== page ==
broken promise?

Developer of Carlton Views III is hoping that the Planning Commission will allow a departure from their proffer: Proffer 3(f) states: “The Landowners shall retain the existing tree canopy on the east side of the Subject property, adjacent to Franklin Street, within an area designated as open space for the PUD.” To date the City has shown low expectations regarding this developer’s work product. (If you’d like to know more DM me, Planning Commission will decide last thing tonight)

Doug

Douglas Call Dabney, died on Thanksgiving Day, 2019. He was born October 22, 1952, to Thomas Todd and Lucy Call Dabney. He is survived by his devoted wife, Jo Dabney and her daughter, Rebecca Tirs; his brother, Todd Dabney Jr.; his sister, Susan Dabney Smith; and many cousins, nieces, nephews and friends. Doug’s life exemplified the meaning of “joie de vivre” from its start until its finish. He derived joy from his childhood and college activities and escapades. He loved all sports, especially lacrosse and football, hunting, fishing, golf, cycling and sailing. He was an adventurer, a risktaker and a contemplative non-complainer. His never-failing cheerful enjoyment of the simple pleasures in his life was inspirational for all who knew him. Because of the superlative care given to him by his parents and Jo and Becca, he was able to live courageously with grace and dignity. He was proud of his education, thirteen years at St. Christopher’s School and four years at The University. He avidly followed UVA team sports. He delighted in all food, drink and good cigars, and in stories and pictures of the lives of friends and family. He liked telling stories of his past adventures and of imagining himself having new ones. He loved his Tiggy kitty and his people and we him. He fought the good fight. We miss him. We think Doug would appreciate the wearing of UVA colors at the celebration of his life, so please feel free to do so on Saturday, December 7, from 1 until 3 p.m. at Bliley’s-Central, 3801 Augusta Avenue. In lieu of flowers, you are welcome to make a donation to any animal rescue organization.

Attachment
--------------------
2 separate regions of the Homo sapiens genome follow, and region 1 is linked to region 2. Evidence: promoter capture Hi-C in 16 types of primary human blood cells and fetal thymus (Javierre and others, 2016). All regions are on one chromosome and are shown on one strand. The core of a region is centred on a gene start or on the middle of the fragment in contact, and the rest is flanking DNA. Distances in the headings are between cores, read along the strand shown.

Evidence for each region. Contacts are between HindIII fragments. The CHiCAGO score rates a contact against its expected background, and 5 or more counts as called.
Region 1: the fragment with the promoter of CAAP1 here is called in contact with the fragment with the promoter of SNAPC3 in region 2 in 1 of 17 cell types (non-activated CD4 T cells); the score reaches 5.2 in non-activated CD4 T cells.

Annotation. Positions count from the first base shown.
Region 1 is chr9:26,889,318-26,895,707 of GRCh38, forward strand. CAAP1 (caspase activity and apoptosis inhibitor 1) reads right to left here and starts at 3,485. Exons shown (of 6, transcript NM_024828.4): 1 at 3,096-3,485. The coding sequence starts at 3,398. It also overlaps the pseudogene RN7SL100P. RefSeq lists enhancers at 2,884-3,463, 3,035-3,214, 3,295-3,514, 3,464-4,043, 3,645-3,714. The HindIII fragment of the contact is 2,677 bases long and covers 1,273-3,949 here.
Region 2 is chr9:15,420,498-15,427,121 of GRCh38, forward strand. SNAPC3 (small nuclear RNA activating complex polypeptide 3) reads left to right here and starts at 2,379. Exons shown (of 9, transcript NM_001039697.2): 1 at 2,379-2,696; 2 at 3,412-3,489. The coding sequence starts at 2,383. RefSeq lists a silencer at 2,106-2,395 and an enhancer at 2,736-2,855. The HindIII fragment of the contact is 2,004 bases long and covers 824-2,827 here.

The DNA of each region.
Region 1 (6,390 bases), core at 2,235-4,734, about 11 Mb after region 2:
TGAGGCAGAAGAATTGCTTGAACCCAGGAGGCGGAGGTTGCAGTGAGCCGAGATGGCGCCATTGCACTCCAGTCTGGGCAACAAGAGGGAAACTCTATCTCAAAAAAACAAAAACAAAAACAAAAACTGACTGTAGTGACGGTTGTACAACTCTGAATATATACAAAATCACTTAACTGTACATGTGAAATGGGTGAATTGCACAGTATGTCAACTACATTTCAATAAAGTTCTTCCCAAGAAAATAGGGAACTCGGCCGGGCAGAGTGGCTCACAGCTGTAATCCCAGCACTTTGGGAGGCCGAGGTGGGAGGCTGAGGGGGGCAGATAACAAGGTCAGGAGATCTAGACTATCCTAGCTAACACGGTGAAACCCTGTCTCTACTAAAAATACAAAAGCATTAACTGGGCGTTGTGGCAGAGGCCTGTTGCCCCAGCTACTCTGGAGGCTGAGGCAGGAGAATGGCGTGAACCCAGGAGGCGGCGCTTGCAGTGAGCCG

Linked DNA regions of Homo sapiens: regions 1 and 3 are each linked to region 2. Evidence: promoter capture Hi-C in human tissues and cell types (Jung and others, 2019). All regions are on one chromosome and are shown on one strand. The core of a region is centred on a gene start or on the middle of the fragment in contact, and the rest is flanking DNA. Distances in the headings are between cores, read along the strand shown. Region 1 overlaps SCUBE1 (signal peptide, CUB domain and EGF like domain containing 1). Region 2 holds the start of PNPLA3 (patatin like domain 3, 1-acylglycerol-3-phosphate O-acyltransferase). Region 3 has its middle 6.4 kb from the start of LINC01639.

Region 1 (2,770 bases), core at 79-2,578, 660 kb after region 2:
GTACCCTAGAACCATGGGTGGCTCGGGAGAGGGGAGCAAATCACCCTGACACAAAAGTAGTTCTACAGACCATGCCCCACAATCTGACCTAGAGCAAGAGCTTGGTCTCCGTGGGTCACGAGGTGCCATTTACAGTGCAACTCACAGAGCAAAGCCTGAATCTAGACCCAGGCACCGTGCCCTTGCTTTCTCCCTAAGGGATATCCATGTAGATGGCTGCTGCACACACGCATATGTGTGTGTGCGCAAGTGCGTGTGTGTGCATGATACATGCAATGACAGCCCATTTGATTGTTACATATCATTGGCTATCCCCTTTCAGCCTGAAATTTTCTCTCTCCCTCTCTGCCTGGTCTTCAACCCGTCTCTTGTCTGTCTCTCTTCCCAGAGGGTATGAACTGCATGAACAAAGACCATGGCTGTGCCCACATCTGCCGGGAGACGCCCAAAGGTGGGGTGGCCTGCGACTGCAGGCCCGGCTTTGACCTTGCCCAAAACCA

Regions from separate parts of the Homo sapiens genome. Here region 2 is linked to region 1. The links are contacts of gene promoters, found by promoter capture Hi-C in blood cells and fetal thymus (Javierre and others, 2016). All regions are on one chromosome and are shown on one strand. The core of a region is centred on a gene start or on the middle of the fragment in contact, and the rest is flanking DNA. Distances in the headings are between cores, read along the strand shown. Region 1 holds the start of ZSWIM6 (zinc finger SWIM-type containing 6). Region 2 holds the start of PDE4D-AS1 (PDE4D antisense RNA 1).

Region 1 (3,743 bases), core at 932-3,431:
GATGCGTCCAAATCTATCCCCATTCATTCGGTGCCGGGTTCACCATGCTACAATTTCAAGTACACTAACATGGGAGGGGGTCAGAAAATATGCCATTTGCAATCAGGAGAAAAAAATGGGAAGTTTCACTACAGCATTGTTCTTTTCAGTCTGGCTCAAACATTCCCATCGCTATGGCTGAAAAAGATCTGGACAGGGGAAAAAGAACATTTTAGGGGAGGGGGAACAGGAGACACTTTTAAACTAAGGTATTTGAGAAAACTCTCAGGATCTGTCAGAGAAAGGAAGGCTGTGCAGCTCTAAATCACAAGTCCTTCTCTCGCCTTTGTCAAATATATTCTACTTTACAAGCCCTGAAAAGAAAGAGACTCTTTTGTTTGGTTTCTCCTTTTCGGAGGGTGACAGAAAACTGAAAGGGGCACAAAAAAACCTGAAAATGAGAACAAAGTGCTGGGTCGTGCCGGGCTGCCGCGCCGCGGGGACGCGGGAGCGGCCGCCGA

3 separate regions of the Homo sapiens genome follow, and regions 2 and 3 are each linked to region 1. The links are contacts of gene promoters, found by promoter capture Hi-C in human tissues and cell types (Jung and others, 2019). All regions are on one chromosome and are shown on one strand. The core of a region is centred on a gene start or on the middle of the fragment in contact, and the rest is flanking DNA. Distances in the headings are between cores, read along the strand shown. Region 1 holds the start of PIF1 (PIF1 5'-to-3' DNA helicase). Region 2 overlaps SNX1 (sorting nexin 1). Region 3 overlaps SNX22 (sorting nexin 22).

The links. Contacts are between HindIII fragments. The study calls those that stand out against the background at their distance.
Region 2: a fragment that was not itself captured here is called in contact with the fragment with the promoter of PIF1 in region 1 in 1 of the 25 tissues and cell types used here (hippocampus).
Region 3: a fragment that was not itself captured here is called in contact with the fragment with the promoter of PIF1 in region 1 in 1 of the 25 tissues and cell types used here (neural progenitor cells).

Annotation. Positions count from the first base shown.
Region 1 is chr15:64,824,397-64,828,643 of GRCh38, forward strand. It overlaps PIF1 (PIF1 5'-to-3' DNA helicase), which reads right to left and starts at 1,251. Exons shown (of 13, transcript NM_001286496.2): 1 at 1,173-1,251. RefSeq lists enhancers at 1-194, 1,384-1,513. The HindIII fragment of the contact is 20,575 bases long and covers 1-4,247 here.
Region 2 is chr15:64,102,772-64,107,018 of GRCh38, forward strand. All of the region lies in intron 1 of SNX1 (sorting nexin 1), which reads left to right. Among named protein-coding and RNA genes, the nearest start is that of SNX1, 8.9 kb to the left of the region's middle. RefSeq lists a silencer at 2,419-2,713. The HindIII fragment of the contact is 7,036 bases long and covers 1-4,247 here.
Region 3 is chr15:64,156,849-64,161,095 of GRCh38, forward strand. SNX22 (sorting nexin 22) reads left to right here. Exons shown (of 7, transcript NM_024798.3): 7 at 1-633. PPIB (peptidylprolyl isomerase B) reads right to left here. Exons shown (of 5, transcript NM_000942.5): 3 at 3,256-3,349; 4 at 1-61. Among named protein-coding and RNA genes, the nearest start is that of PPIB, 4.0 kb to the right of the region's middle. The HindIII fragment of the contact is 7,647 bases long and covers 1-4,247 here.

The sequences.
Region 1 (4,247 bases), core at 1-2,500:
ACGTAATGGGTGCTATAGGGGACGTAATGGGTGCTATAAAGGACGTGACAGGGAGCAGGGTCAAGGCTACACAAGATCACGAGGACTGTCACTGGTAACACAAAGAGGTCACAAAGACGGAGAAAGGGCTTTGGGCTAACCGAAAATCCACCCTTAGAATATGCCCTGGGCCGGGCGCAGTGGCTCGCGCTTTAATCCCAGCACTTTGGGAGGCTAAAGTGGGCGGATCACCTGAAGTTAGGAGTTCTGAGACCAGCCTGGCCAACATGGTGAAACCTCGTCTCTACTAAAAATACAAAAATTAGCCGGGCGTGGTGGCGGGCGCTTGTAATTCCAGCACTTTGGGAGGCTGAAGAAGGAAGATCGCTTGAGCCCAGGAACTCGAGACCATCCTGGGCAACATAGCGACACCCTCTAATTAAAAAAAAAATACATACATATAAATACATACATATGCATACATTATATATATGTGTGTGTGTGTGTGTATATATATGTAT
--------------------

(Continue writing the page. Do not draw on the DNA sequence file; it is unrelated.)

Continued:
Branta canadensis

fly away
Public health and safety risks are a growing concern with Canada geese. A large population of geese that frequents a lawn, a golf course, or an agricultural field can leave behind an unpleasant mess. Studies have shown that a well-fed, healthy adult Canada goose can produce up to 1.5 pounds of fecal matter per day. Where resident goose populations are sizeable (>100 birds), the continuous influx of nutrients contained in Canada goose feces can contribute to the eutrophication of small water bodies, especially those that have restricted circulation and flow-through, which in turn may stimulate algae and weed growth. Bacteria and particulate matter contained in goose feces, when present in sufficient quantity, may lead to the need for special treatment of drinking water drawn from surface ponds or reservoirs where geese congregate. Additionally, beaches and other public areas littered with accumulated goose feces have been closed due to the contamination or the threat of personal injury resulting from falls as people lose footing on the slippery material.–Center for Human Wildlife Conflict Resolution